Four Weddings And A Sixpence: An Anthology, by Julia Quinn, Elizabeth Boyle, Laura Lee Guhrke, and Stefanie Sloane
This book is, like many contemporary romances, an anthology that is written about several couples by several romance authors, each of whom has an interest in regency romance fiction but simultaneously is not quite as skilled at capturing the morality and mentality of the time as they are of viewing the period as a place for regency cosplay. This particular novel also gives the authors the chance to write about feminist themes with women who have ambitions for freedom as well as intellectual achievement, some of whom are “down on love” until various circumstances force them into the arms of suitable men. Indeed, at least a few of the examples and setups of these stories may be seen as being destructive of a view of loyalty to family and morality in general. Those who want steamy romance novellas that are loosely connected together with a frame story will find what they are looking for, but these stories are certainly nowhere near as worthwhile as the age itself that the book is set in and not particularly true too because the authors approach their subject matter with modern attitudes.
This book is a bit more than 350 pages and is divided into five parts. In the first part, Julia Quinn writes a short prologue where four girls at a not very rigorous women’s academy run by someone who was fraudulently pretending to be a Frenchwoman find an old sixpence and immediately make some sort of pact between themselves to send the sixpence to each other when they find love. After that Stefanie Sloane writes about Anne Brabourne, who is under obligation to marry by the time she is twenty-one but does not go about it in the right way until a new relationship gives her an understanding that it is not as hard for her to find love as she thinks. Her success then leads the sixpence to be passed to Cordelia Padley, who pretends to be engaged to an old friend of hers who feels himself to be almost trapped in a marriage to a cold but wealthy daughter of a gauche middle-class father, but who finds Cordelia’s zaniness and love of adventure appealing, until of course they find themselves engaged and in love for real and not only pretend. This is then followed by a story by Laura Lee Gurhke where the unlucky Lady Elinor Daventry has the sixpence stolen by a former partner who is now devoted to bringing down her father, and her efforts to get the sixpence back only lead her further and further trapped in a situation where her father’s reputation and freedom are at stake. By the time that the sixpence returns to Beatrice Heywood, Julia Quinn writes a story where the sixpence keeps sending Beatrice to the wrong man until things finally work out right.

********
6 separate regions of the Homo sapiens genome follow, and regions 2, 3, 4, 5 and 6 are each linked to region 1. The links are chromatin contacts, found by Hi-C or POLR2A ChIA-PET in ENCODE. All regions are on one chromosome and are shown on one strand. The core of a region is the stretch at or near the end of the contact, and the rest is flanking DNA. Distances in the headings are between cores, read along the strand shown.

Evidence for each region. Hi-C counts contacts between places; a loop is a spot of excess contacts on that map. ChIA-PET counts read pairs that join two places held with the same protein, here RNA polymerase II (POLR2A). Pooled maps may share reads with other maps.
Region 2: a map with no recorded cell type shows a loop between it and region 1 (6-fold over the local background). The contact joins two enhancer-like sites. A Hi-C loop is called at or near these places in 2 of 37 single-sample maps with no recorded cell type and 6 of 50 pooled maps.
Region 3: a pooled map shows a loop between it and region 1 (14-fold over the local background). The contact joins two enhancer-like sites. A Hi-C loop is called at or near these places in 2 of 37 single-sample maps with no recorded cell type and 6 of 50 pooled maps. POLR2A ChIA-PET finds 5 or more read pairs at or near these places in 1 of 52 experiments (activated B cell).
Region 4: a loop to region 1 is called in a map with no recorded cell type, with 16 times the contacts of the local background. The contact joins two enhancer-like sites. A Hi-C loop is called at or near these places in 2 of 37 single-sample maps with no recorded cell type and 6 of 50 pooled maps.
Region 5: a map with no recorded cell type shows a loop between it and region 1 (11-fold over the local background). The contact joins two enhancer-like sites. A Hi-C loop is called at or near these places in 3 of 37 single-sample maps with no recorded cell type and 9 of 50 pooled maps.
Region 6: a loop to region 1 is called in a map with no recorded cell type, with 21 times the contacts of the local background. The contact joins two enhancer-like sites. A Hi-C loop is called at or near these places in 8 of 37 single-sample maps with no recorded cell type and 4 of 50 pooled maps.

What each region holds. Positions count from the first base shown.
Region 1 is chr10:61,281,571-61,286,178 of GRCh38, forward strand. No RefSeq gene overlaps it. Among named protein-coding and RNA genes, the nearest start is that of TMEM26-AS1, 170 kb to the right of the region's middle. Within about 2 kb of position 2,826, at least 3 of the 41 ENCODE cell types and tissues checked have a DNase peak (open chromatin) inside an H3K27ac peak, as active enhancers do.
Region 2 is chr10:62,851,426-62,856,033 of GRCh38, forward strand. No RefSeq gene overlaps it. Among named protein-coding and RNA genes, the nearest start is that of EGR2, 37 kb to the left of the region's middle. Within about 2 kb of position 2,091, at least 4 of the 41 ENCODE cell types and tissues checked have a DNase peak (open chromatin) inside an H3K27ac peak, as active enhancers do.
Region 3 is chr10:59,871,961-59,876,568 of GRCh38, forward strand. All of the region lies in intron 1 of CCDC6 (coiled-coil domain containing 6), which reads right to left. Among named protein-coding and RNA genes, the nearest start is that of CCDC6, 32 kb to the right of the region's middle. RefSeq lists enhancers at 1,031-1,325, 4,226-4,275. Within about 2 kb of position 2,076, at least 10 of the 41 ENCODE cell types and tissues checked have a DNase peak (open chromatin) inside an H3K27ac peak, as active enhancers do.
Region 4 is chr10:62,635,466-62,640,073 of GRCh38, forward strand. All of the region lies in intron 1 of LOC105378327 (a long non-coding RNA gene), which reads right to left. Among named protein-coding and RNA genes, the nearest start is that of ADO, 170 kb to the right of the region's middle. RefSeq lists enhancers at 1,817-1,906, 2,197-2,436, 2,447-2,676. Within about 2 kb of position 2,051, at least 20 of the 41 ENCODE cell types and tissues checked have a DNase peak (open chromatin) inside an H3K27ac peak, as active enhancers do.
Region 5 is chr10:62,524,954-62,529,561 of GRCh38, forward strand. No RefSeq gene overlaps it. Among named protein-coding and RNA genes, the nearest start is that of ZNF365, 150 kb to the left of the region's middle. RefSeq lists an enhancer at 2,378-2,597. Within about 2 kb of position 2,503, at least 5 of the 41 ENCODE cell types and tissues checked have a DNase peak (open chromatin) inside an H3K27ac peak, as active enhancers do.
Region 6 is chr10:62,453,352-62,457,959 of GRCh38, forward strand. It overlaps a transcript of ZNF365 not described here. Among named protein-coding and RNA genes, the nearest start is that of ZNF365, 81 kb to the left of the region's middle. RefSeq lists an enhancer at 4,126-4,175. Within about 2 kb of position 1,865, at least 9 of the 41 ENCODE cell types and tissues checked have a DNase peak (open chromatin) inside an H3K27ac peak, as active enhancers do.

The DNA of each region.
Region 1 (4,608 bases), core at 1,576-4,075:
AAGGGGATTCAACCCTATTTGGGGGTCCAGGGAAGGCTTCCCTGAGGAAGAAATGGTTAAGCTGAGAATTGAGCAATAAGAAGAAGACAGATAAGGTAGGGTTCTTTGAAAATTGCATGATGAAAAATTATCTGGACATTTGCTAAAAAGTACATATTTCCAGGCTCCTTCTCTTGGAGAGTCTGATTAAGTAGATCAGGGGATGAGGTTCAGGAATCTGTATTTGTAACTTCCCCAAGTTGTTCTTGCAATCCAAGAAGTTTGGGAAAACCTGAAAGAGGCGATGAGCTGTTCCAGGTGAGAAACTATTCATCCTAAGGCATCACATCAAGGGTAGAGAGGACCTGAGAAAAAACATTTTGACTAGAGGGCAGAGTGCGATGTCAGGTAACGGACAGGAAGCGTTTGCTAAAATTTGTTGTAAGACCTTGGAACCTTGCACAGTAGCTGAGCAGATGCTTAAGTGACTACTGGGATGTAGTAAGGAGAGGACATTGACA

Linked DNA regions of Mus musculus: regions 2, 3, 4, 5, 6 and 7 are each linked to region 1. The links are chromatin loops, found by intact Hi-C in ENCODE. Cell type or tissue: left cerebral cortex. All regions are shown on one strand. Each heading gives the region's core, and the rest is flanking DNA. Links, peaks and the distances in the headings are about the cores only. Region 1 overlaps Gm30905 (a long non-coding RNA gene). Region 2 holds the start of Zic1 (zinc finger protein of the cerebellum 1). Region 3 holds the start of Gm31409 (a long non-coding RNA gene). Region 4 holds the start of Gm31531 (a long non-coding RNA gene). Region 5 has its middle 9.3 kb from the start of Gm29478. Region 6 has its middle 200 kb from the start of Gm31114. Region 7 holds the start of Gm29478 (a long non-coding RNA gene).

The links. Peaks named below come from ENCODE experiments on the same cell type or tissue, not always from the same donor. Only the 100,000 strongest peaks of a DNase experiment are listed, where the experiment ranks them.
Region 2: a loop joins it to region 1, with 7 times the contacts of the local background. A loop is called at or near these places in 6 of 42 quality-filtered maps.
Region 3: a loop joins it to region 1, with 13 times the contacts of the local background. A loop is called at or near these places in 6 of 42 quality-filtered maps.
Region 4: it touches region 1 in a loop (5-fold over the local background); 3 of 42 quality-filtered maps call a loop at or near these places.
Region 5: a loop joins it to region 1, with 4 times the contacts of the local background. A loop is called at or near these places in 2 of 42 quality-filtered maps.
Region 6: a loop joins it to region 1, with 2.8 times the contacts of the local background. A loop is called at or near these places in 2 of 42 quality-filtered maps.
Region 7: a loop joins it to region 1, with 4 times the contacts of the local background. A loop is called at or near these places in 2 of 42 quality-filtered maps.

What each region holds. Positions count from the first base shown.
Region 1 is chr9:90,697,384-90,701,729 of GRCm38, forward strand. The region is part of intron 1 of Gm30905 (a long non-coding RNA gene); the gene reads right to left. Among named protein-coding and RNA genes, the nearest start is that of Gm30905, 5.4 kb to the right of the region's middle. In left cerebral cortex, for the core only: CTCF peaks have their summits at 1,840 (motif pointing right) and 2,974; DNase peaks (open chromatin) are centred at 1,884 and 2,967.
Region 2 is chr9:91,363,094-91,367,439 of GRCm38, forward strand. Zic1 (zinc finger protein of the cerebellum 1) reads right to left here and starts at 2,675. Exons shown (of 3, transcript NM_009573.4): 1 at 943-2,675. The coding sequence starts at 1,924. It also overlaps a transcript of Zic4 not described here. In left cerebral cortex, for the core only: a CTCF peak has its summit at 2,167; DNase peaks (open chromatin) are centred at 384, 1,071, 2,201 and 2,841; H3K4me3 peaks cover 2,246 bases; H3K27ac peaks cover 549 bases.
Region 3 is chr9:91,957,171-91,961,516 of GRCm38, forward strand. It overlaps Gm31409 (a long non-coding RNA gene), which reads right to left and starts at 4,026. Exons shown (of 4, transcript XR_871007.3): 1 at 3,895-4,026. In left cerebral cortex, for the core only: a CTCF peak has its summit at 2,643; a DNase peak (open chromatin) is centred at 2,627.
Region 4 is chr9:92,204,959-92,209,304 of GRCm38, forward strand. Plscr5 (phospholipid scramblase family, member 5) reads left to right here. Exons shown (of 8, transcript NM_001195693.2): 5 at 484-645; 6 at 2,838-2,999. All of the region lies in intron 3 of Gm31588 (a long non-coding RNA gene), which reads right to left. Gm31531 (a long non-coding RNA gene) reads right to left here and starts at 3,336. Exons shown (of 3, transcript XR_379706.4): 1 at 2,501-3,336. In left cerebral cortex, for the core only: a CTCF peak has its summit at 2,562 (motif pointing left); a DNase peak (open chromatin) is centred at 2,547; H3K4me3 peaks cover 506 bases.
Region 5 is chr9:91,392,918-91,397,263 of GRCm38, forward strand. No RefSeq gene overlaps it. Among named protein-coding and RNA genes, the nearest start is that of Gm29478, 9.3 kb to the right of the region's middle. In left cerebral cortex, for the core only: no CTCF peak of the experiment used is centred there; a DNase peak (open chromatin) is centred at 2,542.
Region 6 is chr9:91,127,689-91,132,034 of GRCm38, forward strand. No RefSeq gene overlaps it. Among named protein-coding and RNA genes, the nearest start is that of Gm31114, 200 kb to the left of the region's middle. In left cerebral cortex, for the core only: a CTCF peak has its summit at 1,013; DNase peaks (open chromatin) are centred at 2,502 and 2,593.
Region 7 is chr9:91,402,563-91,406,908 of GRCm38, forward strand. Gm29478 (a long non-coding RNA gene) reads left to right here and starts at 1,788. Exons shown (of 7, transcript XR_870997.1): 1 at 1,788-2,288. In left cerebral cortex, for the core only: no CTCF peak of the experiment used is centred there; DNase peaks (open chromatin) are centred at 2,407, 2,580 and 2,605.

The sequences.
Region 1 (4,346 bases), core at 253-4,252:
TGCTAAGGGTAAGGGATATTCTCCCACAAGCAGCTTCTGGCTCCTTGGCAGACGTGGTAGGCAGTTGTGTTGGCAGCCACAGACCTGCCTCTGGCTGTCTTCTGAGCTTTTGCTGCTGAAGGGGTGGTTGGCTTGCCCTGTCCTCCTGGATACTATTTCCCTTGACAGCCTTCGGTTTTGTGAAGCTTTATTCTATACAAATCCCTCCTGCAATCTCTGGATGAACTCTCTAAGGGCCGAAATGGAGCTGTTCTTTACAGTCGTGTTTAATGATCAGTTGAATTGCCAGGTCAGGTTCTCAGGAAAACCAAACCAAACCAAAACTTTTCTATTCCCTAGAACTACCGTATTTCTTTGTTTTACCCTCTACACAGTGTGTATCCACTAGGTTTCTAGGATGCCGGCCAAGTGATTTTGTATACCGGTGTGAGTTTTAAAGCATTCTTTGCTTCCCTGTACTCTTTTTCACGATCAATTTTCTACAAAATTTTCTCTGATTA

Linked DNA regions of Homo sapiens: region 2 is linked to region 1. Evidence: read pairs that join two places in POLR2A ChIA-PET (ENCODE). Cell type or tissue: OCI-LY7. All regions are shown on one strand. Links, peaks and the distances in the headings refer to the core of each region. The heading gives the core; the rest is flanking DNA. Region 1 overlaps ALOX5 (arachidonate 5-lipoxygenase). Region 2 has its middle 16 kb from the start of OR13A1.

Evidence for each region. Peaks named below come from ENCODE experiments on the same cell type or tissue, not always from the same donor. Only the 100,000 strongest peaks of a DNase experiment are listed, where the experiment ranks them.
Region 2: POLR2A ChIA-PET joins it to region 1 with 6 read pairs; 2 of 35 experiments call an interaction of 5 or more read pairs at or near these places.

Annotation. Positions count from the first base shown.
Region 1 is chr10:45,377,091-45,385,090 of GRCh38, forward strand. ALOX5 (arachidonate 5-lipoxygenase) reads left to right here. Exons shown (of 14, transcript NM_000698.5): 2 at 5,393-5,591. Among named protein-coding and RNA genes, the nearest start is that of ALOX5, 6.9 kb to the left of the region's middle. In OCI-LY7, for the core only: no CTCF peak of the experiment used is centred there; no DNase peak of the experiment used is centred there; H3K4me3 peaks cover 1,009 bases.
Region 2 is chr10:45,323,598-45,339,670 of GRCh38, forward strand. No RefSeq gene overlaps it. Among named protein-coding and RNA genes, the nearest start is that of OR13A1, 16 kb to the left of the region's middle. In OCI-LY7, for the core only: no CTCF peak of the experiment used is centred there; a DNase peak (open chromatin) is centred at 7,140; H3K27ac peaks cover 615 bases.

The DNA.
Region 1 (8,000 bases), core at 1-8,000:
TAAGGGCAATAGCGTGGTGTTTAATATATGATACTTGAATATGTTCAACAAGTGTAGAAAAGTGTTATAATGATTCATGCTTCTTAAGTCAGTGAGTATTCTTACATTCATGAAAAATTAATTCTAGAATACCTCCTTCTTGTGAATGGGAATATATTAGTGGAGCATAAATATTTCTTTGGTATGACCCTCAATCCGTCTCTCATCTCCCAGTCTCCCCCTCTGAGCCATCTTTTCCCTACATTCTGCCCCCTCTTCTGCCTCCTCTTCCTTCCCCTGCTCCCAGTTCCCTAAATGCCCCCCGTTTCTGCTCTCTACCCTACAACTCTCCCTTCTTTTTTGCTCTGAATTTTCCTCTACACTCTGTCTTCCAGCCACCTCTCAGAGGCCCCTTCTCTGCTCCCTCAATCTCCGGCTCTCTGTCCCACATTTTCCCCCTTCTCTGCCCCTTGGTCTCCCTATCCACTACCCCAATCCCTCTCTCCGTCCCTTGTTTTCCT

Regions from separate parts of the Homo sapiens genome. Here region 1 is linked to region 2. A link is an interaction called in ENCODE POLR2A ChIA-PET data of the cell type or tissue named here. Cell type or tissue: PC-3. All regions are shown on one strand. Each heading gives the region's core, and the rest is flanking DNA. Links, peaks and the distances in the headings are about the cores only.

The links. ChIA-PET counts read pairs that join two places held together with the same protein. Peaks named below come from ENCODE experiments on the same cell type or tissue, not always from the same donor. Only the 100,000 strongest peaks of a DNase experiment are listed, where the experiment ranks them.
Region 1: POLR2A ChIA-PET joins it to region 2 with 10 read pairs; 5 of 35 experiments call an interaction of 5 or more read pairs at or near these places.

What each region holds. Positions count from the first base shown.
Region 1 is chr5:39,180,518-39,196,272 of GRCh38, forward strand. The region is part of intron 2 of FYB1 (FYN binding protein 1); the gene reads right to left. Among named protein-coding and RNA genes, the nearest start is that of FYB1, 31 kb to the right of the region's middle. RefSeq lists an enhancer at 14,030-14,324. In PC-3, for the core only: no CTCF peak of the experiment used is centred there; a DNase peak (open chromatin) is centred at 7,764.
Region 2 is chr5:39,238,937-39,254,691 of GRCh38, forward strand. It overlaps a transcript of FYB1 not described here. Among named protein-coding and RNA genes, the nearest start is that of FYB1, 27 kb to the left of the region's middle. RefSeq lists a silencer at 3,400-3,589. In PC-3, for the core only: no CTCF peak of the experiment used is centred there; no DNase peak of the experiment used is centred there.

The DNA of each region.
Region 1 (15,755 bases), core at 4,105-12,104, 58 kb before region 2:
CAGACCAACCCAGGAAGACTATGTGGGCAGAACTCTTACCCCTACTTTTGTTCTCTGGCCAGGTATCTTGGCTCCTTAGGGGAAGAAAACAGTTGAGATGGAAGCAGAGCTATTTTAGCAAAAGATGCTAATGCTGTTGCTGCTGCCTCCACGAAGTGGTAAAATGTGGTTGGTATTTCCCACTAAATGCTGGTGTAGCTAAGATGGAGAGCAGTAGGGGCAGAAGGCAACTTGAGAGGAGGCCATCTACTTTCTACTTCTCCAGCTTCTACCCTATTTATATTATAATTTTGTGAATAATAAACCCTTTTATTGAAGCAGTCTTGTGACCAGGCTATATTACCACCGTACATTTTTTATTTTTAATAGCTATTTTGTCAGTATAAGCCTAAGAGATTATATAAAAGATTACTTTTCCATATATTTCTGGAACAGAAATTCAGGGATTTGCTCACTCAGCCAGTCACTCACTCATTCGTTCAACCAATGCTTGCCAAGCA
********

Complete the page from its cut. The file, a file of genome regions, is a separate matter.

In reading a book like this, the reader can note several sorts of problems with the material. For one, these women are not generally very appealing partners. Nor are the men necessarily all that appealing themselves as partners, so perhaps these unappealing men and women might belong together. There are plenty of misunderstandings, some of them deliberate, and there is an element of coercion behind at least some of the pairings. For example, Lawrence, the hero of the the fourth story, ends up being the “something blue” rather than the intended target of Elinor’s desire to clear her father’s good name by frustrating his investigation of his shoddy muskets. Similarly, Beatrice appears to be a character out of those irritating astronomer DBQ’s I had as a high school student in AP European History. All in all, the sixpence itself appears to be a bit of an occult material in the way that it leads the women to find love and romance, despite their lack of character and unappealing personalities and prospects. The problem with authorial providence, though, is sometimes that it does not recognize the limits of good sense or decency in trying to throw people together for the interest of the readers.